Last edited by SmokeTheClay; 06-08-2021 at 1:25 PM..
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  #46  
Old 06-08-2021, 2:04 PM
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Default Long Range

I wanted to try out some long range/accuracy bolt action shooting on a poor man's budget. I was lucky and bought a couple of used Savages. First a model 10 BA Stealth in .308 last year from Turners and a model 11 in .223 just this month from a member. About $450 each as pictured. Savage would be your best bang for the buck.



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Last edited by BigBoyPinoy; 06-29-2021 at 10:45 AM..
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  #47  
Old 06-08-2021, 7:11 PM
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Quote:
Originally Posted by Munny$hot View Post
I'm saying spending spending good money on top of the line kit while having lacking fundamentals will still equal poor results. According to the OP it's his first rifle and even if he/shes a proficient pistola shooter moving to a rifle to shoot LR requires different techniques. Sure practice with a .22LR will be cheap, but the lack of poor body mechanics will/may not show in your groups until you try to shoot a caliber with a bit more giddy up. IMHO during live fire a competent shooter will know what they did wrong by the time the bullet hits the target. A very competent shooter will know what they did wrong when he/she dry fires.
OK.

I'll agree. I misunderstood your original post as using good gear to cover up lack of fundamentals. Where good gear shows a persons weakness with nothing to blame but themselves. And yeah.... fundamentals matter, and a low recoil cartridge with a brake, you can get away with it... but a big boomer... nope... you dont....
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  #48  
Old 06-09-2021, 12:08 AM
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The obvious answer is .22LR.

However, within the first sentence the OP mentions long range shooting. Fine.

If you want to play with the big dogs than a MN and 440 round spamcan
should keep you busy long enough to test your commitment.
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  #49  
Old 06-09-2021, 1:34 AM
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Quote:
Originally Posted by SmokeTheClay View Post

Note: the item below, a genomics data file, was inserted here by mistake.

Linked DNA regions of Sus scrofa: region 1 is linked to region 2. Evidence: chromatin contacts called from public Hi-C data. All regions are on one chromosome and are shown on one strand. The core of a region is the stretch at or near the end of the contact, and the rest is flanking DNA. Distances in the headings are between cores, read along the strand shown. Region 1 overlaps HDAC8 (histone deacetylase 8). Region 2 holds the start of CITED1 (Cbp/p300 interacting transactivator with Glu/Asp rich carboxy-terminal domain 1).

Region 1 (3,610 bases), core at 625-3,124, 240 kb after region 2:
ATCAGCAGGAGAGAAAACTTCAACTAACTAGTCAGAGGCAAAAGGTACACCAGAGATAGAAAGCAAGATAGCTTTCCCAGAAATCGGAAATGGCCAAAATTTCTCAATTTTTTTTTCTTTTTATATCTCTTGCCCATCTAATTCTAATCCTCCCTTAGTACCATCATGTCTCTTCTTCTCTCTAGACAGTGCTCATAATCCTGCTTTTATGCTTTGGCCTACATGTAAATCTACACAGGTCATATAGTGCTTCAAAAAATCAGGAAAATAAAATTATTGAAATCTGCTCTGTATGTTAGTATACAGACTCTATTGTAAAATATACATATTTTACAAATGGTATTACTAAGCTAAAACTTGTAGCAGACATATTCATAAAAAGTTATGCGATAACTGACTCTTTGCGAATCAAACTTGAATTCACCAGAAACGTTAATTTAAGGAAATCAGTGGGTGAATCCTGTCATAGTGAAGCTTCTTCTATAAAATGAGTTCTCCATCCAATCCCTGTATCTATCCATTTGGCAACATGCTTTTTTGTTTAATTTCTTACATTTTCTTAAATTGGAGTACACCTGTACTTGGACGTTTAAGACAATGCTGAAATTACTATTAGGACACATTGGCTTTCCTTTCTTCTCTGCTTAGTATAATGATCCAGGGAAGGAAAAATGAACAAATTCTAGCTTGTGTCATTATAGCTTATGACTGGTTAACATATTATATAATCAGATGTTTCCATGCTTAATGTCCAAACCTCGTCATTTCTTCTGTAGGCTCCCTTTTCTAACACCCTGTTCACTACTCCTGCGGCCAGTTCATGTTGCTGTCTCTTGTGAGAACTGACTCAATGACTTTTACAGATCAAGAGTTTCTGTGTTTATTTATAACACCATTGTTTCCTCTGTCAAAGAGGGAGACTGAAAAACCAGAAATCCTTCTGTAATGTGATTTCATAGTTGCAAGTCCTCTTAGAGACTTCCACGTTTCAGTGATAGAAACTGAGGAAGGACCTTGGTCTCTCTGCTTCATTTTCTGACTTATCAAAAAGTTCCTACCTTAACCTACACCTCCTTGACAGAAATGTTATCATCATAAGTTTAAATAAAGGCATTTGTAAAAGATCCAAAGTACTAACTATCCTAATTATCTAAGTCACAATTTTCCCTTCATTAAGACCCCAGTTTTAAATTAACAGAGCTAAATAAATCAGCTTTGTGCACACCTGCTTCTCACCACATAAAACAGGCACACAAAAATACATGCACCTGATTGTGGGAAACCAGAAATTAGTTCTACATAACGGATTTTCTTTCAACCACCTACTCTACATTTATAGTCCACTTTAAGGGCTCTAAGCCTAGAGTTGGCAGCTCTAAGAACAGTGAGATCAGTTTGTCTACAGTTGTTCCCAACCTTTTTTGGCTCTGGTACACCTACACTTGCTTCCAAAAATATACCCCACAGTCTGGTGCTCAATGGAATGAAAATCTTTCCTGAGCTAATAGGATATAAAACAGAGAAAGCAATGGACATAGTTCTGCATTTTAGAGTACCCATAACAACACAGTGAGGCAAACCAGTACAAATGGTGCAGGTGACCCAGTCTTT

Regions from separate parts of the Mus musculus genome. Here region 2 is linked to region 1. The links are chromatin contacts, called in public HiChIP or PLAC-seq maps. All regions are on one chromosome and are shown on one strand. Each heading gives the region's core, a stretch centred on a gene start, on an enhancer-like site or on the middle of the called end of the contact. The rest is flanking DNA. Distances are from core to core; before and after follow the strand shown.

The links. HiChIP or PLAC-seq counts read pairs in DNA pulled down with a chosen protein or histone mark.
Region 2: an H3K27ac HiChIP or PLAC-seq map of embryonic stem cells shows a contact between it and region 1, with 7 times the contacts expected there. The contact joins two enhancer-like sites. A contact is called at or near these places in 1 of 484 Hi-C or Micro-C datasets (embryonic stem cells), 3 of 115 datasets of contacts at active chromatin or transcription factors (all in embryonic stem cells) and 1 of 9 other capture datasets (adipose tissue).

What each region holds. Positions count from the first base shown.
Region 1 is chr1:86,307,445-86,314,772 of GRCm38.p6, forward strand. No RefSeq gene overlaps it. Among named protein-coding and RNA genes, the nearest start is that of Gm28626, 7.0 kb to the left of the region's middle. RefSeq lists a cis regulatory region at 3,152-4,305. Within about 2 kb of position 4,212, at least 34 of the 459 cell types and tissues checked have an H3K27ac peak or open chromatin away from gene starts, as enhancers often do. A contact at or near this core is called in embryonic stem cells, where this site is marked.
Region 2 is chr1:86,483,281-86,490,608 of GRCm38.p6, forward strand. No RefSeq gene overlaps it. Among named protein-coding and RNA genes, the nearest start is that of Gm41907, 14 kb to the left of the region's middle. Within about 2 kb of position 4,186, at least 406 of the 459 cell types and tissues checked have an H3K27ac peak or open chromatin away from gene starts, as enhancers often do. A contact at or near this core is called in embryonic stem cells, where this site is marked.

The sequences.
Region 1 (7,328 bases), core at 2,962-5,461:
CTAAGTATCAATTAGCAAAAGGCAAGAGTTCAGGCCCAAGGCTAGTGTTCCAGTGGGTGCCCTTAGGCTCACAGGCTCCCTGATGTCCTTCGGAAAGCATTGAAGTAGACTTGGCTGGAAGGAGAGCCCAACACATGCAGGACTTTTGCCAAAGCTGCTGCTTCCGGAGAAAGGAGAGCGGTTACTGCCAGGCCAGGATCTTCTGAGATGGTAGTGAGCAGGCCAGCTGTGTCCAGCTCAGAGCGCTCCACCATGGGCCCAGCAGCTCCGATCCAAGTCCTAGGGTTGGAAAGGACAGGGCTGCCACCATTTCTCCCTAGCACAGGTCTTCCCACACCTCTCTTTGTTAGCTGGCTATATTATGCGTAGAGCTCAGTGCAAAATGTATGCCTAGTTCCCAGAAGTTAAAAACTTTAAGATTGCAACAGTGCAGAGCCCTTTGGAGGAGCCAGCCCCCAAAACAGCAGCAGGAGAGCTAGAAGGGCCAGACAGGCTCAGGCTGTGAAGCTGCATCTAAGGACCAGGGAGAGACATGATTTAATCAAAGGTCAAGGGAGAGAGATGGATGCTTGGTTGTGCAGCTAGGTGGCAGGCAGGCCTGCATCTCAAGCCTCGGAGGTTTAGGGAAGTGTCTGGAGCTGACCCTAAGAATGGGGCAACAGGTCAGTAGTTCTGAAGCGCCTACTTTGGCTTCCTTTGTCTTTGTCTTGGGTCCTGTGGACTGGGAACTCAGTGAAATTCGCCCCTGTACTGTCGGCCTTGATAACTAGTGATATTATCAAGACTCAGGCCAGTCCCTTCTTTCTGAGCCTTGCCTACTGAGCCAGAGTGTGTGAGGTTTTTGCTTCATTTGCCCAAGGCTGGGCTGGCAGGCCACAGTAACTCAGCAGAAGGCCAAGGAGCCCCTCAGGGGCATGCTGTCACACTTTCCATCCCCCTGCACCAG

The most useful thing for a new shooter is shots downrange. If I was new, I'd want to get as many shots downrange as possible.

The OP mentioned spending constraints. For that reason, a 22lr would be the best way to get 1000 rounds, for example, downrange at the cheapest amount.

A RPR rifle in 22lr would also give him experience fitting the rifle to his body to see what he likes/dislikes when it's time to upgrade.

Considering every shooter should have a 22lr, might as well make that the first purchase.

A 22lr RPR + the vortex above + good rings (I like badger ordnance) + 1000 rounds would cost about $1000. After the OP figured out what he likes and has a bunch of shots downrange, he could upgrade the rifle and stick that vortex on the new rig.

At today's prices, 1000 rounds of some other caliber will likely cost the OP $1000 alone. And if he wants competent ammunition it's going to cost north of $1000
That may make the OP a competent .22 "LR" (LR definitely doesn't stand for "Long Range) plinker ,but if he/she decides to upgrade to an Oh' boy caliber all that .22 live fire ain't gonna mean squat. The OP would be better off with a Savage Axis/Weaver (not recommending due to it's ability to hold groups when the barrel heats up, but it fits the basic criteria)scope combo @ 299.00 in .223, .308, .270, 6.5, 30-06, etc 400 rounds of ammo @ 400.00 of ammo and a good 2 day class @ 300.00 and end up with enough knowledge and skill to become an effective rifle shooter for the same 1K .22LR budget. Is a .22 LR good cheap practice, sure if you have all the fundamentals down, but dry fire is just as/if not more effective and it's free.

This kind of reminds me of a guy at the range with his shinny brand new 1-8 NightForce ATACR, he was sending a bunch of lead down range trying to sight in his scope at 50 yards. First problem he had no idea if his scope was in mils or moa, 2nd he had no idea how much each click moved his scope at 50 yards, 3rd he could have simply used his reticle to measure how much to move his POA to his POI to adjusted accordingly and have sighted it in with 2-3 rounds. Due to lack of knowledge he thought he could just figure it out. After I tried to explain it to him, he said "I got it" and continued to blast away. He even had a friend that was look though a spotting scope trying to call where the hits where landing, while he kept on cranking on the adjusters and kept sending costly noneffetive lead into the berm.